Just me talking about costume-y kind of stuff
This is the first train station in Scotland that our train stopped at so I took a photo. The journey took about 4 hours from King's Cross. When we got to Edinburgh the temperature had dropped by about 20 degrees. Everyone had packed their coats and hats and we walked from the train station to our hotel freezing our butts off. Here's the train station in Edinburgh. I snapped the photo as we were leaving.
We stayed at another Travelodge on Queen's Street. Here's the view from our hotel room.
Rob and I immediately unpacked our warm clothes and went back out to find dinner and do some initial walking around to get the lay of the land. Compared to London, Edinburgh was way less claustrophobic. The streets were wider, there were less people, but OMG everywhere you want to go is up. It's like our hotel was built in a valley and the rest of the city was build on the side of a mountain. We just thought we walked a lot in London, this was just as much walking but all uphill. We ate at the first Indian food restaurant we came across because we were freezing and we wanted food that was hot and spicy. Plus it was right around the corner from the Travelodge. I got lamb curry and Rob got basically Pakora. It was their specialty and Rob said it was great, a lot like Tandoori chicken. Once we were sweating from the heat and spice, we were ready to go back into the cold, foggy evening and do some exploring.
There was a model village built into the street with a plaque explaining that it was designed for blind people to be able to enjoy the city.
We found the Sir Walter Scott memorial immediately because it's the tallest thing around. It basically inside the Princess Street Gardens.
Princess STreet Gardens
The Gardens surround the Scottish National Gallery and border Edinburgh Castle. We spent a long time touring the gardens and taking photos of the beautiful flowers. We walked around for quite a bit because it doesn't get dark in Edinburgh till 10pm, which is weird even for us Texans in high summer when the sun doesn't go down till 9.
Here's the National Gallery which we walked past every day, but somehow didn't actually go inside till the last day. There were always musicians busking around the building and in the back there was a stage for them to play on. The courtyard was filled with students all the time.
Here's a lovely view of the stairs we seemed to climb every single day to get to the Royal Mile and the Castle and pretty much everything else we did. That is not the Castle in the photo, that's St. Giles Cathedral. The castle is to the right of the church and up another very steep hill.
Here's a better view. That's the National Gallery at the bottom on the left.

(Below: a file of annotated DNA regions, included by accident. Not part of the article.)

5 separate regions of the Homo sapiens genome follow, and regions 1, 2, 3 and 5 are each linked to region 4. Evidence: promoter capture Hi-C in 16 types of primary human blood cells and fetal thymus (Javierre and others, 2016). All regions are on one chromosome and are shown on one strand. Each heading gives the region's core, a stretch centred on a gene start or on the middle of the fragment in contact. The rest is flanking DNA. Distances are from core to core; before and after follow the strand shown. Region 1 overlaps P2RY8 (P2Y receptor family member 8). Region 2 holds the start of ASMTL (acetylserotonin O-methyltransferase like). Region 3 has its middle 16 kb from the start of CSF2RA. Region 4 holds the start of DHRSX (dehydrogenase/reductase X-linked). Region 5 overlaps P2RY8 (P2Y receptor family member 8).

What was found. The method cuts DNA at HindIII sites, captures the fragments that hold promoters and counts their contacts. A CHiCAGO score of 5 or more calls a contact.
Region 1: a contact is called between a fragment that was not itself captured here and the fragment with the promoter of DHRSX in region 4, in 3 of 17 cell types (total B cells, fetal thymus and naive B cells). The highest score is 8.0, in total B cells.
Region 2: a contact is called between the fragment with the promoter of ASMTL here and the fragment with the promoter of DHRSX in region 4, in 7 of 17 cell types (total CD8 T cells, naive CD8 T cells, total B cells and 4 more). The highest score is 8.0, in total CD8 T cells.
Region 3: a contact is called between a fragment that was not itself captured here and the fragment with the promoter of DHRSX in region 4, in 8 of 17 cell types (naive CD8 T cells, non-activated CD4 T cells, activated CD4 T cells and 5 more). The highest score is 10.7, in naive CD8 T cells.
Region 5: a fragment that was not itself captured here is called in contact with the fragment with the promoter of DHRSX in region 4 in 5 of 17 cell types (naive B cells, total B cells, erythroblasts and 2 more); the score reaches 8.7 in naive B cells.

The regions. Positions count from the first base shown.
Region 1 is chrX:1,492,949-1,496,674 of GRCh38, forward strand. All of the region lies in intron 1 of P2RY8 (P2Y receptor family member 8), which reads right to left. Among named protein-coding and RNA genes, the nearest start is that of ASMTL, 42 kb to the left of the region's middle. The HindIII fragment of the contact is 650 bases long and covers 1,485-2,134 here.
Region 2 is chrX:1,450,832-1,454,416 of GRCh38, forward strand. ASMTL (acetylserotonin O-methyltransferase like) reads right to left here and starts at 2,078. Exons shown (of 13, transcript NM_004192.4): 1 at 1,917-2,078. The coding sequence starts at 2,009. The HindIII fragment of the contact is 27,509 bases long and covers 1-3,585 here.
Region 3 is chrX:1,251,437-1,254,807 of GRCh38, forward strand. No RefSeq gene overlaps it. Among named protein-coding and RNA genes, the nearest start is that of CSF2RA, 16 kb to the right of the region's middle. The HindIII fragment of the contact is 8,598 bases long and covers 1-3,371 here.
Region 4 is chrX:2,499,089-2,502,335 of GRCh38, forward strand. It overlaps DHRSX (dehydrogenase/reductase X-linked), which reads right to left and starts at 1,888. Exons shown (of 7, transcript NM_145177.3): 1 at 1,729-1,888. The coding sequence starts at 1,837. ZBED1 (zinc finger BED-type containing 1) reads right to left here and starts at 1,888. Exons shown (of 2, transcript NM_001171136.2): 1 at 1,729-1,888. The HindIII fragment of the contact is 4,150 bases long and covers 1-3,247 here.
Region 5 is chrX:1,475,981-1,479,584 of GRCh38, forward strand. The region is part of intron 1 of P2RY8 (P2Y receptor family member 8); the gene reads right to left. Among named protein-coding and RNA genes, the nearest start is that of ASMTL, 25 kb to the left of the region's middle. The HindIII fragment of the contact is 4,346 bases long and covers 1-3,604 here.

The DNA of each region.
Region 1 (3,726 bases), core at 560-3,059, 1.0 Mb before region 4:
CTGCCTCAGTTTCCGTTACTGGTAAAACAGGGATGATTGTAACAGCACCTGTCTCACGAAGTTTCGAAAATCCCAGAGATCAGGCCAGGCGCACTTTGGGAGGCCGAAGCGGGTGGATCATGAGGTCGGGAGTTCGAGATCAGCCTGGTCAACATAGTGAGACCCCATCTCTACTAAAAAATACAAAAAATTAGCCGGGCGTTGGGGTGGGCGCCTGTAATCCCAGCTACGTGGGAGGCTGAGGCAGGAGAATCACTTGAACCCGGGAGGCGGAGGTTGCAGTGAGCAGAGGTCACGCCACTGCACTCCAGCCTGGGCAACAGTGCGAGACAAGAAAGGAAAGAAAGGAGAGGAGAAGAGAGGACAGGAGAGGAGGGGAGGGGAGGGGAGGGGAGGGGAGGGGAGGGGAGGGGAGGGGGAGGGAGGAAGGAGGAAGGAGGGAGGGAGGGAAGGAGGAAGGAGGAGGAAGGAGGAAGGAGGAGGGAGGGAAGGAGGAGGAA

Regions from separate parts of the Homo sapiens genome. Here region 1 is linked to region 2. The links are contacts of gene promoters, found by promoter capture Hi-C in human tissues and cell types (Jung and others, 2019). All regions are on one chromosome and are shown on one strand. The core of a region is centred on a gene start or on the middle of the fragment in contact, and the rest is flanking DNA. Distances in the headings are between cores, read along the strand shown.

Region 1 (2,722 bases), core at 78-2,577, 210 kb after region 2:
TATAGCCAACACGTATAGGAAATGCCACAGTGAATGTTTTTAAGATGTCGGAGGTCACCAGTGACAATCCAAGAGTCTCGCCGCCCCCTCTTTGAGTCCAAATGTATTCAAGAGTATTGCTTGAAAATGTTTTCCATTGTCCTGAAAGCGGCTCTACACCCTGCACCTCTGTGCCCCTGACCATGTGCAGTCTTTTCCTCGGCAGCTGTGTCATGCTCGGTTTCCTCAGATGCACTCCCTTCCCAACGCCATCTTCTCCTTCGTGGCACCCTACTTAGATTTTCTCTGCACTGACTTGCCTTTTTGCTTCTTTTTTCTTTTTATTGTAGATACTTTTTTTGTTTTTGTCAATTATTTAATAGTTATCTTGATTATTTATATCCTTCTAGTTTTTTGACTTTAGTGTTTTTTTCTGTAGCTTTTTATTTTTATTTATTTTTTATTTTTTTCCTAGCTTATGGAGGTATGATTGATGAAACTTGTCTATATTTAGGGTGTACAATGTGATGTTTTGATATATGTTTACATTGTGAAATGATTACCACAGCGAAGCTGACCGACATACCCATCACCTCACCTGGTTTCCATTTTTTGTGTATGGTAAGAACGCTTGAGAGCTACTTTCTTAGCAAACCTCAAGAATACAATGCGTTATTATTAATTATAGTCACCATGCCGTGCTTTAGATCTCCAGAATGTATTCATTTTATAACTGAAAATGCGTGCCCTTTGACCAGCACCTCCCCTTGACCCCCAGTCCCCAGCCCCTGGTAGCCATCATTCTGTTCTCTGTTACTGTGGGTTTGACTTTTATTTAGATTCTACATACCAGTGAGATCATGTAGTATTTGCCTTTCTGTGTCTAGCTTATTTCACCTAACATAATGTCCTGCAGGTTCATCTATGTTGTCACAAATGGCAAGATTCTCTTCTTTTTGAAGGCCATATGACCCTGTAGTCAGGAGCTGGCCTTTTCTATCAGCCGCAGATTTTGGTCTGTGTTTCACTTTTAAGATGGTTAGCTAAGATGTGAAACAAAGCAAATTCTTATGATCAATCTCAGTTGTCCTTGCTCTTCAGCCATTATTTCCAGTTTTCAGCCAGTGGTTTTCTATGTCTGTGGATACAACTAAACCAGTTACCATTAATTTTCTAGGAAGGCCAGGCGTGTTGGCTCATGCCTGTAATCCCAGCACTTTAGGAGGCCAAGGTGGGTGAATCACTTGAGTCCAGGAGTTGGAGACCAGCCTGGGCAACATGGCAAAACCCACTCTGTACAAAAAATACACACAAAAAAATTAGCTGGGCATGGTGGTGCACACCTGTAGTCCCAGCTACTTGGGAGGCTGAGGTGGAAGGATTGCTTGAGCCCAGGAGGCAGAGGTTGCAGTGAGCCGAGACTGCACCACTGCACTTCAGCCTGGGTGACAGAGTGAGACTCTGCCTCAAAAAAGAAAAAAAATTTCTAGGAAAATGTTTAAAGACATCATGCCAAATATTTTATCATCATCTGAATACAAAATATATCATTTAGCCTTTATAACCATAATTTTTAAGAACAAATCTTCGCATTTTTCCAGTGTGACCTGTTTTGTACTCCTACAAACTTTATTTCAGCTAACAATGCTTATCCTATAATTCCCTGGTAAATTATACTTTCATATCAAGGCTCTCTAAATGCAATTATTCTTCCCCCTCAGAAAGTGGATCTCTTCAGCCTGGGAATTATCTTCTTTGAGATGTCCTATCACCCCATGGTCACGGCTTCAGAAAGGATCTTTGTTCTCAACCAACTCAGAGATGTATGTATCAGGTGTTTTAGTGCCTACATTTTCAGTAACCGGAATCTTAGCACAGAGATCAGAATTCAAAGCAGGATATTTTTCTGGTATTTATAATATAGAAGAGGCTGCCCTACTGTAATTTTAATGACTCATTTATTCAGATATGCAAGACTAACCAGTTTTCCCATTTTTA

You have to make it to the top of the steps to see that they have a name.
This is the same church now that we're at the top of the Playfair Steps. Notice how when you turn right, the road goes ever UP. That's the way to the Castle. If you go left, you're going down the Royal Mile (the high street) which connects the Castle to the Palace. It's just a mile, but it's all UP, seemingly both ways, if that's even possible. This is as far as we got the first night. After we got home (to Texas where it's mostly flat) I looked it up and found out that Edinburgh was built on 7 hills. So yes, we weren't crazy it is uphill both ways all the time.
We had been using our Google Maps app to navigate our way around London very successfully. We used the free wifi in the hotel to set our destination and then once we left the hotel, our phones would still work like a compass keeping track of where we were while guiding us to our destination. We didn't buy the international data usage for our phones but were lucky enough to figure this out while we were there. That was all well and good when we were in London because London was flat. Edinburgh, as I said before, is all uphill, all the time. Google maps does not reflect the topography of your location or destination while it's plotting your route. Old people with bad knees need to know how much up is involved in walking before they set out and, if possible, have the ability to ask for an alternate route that is not so much up. Someone who works at Google should fix this oversight immediately. As you can see Google maps is showing you that our journey from the hotel to the castle should only take 15 minutes to walk half a mile. This is a lie. The .6 miles is ALL UPHILL. They built handrails into part of the road that had a sidewalk so you could drag yourself up the incline. We had to use the handrails. By the time we got there, we were exhausted. You can see on the map that the Princess Street Gardens are right next to the Castle. In reality, the Castle is directly ABOVE the gardens by probably another half a mile. This oversight becomes much more apparent in tomorrow's blog when we eagerly set out for Arthur's Seat which is smack dab in the middle of Holyrood Park at the other end of the Royal Mile from the Castle.